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German Cable Operator PrimaCom Said to Be Put Up for Sale

April 25 (Bloomberg) -- PrimaCom Berlin GmbH, the German cable company taken over by lenders last year after its parent’s insolvency, is being put up for sale as German regulators pave the way for consolidation among smaller network operators, said people familiar with the process.

Investment bank Jefferies Group Inc. has been hired to prepare the search for a buyer, said the people, who declined to be identified because talks are private. Initial information may be sent to potential bidders next month, one person said.

PrimaCom, based in Leipzig, offers television, Internet and telephone services to more than 1 million households, mostly in eastern Germany. Tele Columbus GmbH, a larger competitor based in Berlin, is also being sold and has attracted interest from Kabel Deutschland Holding AG, Deutsche Telekom AG and Unitymedia GmbH, which is owned by John Malone’s Liberty Global Inc., people familiar with the process said.

“This could be interesting for a strategic player as well as for private equity companies,” said Jeffrey Vonk, an analyst at ING, who estimated PrimaCom may be worth about 400 million euros ($528 million) based on the number of connected households. “A strategic player can afford to pay more because they immediately get a better fit” by being able to market directly to end customers.

Some potential buyers, including private equity firms, might consider bidding for both PrimaCom and Tele Columbus in an attempt to combine the assets, said one of the people. Germany is set to grow faster than any other cable market in Europe as fewer people in the country use digital and pay-television technologies, said Guy Bisson, an analyst at IHS Screen Digest.

Antitrust Approval

Liberty Global in December won German antitrust approval to acquire the cable operator Kabel Baden-Wuerttemberg GmbH, boosting the U.S. investor’s subscriber base to almost 7 million after buying Unitymedia in 2009. That deal may lead to further consolidation in the sector, the people said.

“The consolidation of Germany’s cable market is continuing,” said Ulrich Trabert, an analyst at Bankhaus Metzler in Frankfurt. “It can be tough for the small operators, because this market is very much about scale.”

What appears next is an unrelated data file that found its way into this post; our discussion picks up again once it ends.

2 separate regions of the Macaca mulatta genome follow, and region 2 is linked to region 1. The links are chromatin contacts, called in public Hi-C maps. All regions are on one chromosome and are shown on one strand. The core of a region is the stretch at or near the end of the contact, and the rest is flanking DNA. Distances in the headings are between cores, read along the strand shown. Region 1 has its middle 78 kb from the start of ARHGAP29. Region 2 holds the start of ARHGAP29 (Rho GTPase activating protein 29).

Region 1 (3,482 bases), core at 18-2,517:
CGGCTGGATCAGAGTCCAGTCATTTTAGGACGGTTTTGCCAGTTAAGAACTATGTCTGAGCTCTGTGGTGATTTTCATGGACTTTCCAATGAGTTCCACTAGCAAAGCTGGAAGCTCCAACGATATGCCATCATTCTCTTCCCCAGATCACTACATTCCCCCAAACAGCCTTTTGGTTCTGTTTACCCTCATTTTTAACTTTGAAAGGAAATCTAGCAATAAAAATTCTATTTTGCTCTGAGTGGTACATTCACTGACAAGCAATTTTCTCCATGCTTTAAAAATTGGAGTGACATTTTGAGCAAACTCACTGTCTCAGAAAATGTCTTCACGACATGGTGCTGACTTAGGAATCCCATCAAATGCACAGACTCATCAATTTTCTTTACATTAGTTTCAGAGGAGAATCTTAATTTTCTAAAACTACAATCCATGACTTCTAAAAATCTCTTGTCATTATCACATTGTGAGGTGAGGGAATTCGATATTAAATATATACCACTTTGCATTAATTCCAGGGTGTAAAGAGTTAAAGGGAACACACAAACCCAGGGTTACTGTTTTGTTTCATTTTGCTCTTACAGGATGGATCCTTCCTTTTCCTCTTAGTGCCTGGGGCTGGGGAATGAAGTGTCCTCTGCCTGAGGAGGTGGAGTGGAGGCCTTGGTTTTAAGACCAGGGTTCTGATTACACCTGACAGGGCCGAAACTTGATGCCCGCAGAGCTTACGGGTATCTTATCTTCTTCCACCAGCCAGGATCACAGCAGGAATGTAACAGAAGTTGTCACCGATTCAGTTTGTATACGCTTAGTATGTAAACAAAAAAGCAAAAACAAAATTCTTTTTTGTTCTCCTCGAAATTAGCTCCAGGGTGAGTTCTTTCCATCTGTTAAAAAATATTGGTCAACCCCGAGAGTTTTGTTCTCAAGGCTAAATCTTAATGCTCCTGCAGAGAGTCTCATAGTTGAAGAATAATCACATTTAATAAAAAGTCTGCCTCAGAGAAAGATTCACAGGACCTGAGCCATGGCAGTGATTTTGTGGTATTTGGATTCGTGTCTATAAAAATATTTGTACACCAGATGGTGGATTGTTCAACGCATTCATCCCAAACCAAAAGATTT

Kabel Deutschland, which has backbone infrastructure in the markets PrimaCom operates, could have an interest in the company, because “it might offer direct access to its 1 million connected households,” he said.

PrimaCom spokesman Mattias Persson and Deutsche Telekom spokesman Andreas Fuchs declined to comment on a possible deal. Representatives of Jefferies and Unitymedia were not immediately available for comment.

Kabel Deutschland shares rose 0.83 percent today to 46.27 euros in early trading in Frankfurt, while Deutsche Telekom shares slipped 0.27 percent to 8.54 euros.

Ziggo, Com Hem

The sale of Tele Columbus, which is also owned by creditors after restructuring its debts, is being run by Rothschild, the people said. The company could be valued at 600 million euros to 800 million euros, one person familiar said.

Kabel Deutschland, Germany’s biggest cable company, ended takeover talks with Tele Columbus in 2007, two people familiar with the situation said at the time.

Ziggo NV, the Dutch cable company owned by Warburg Pincus LLC and Cinven Ltd., raised 804 million in an initial public offering last month. Swedish operator Com Hem AB was sold to BC Partners Ltd. last year in a $2.6 billion deal.

To contact the reporters on this story: Aaron Kirchfeld in Frankfurt at; Cornelius Rahn in Frankfurt at; Patricia Kuo in London at

To contact the editors responsible for this story: Kenneth Wong at; Katherine Snyder at

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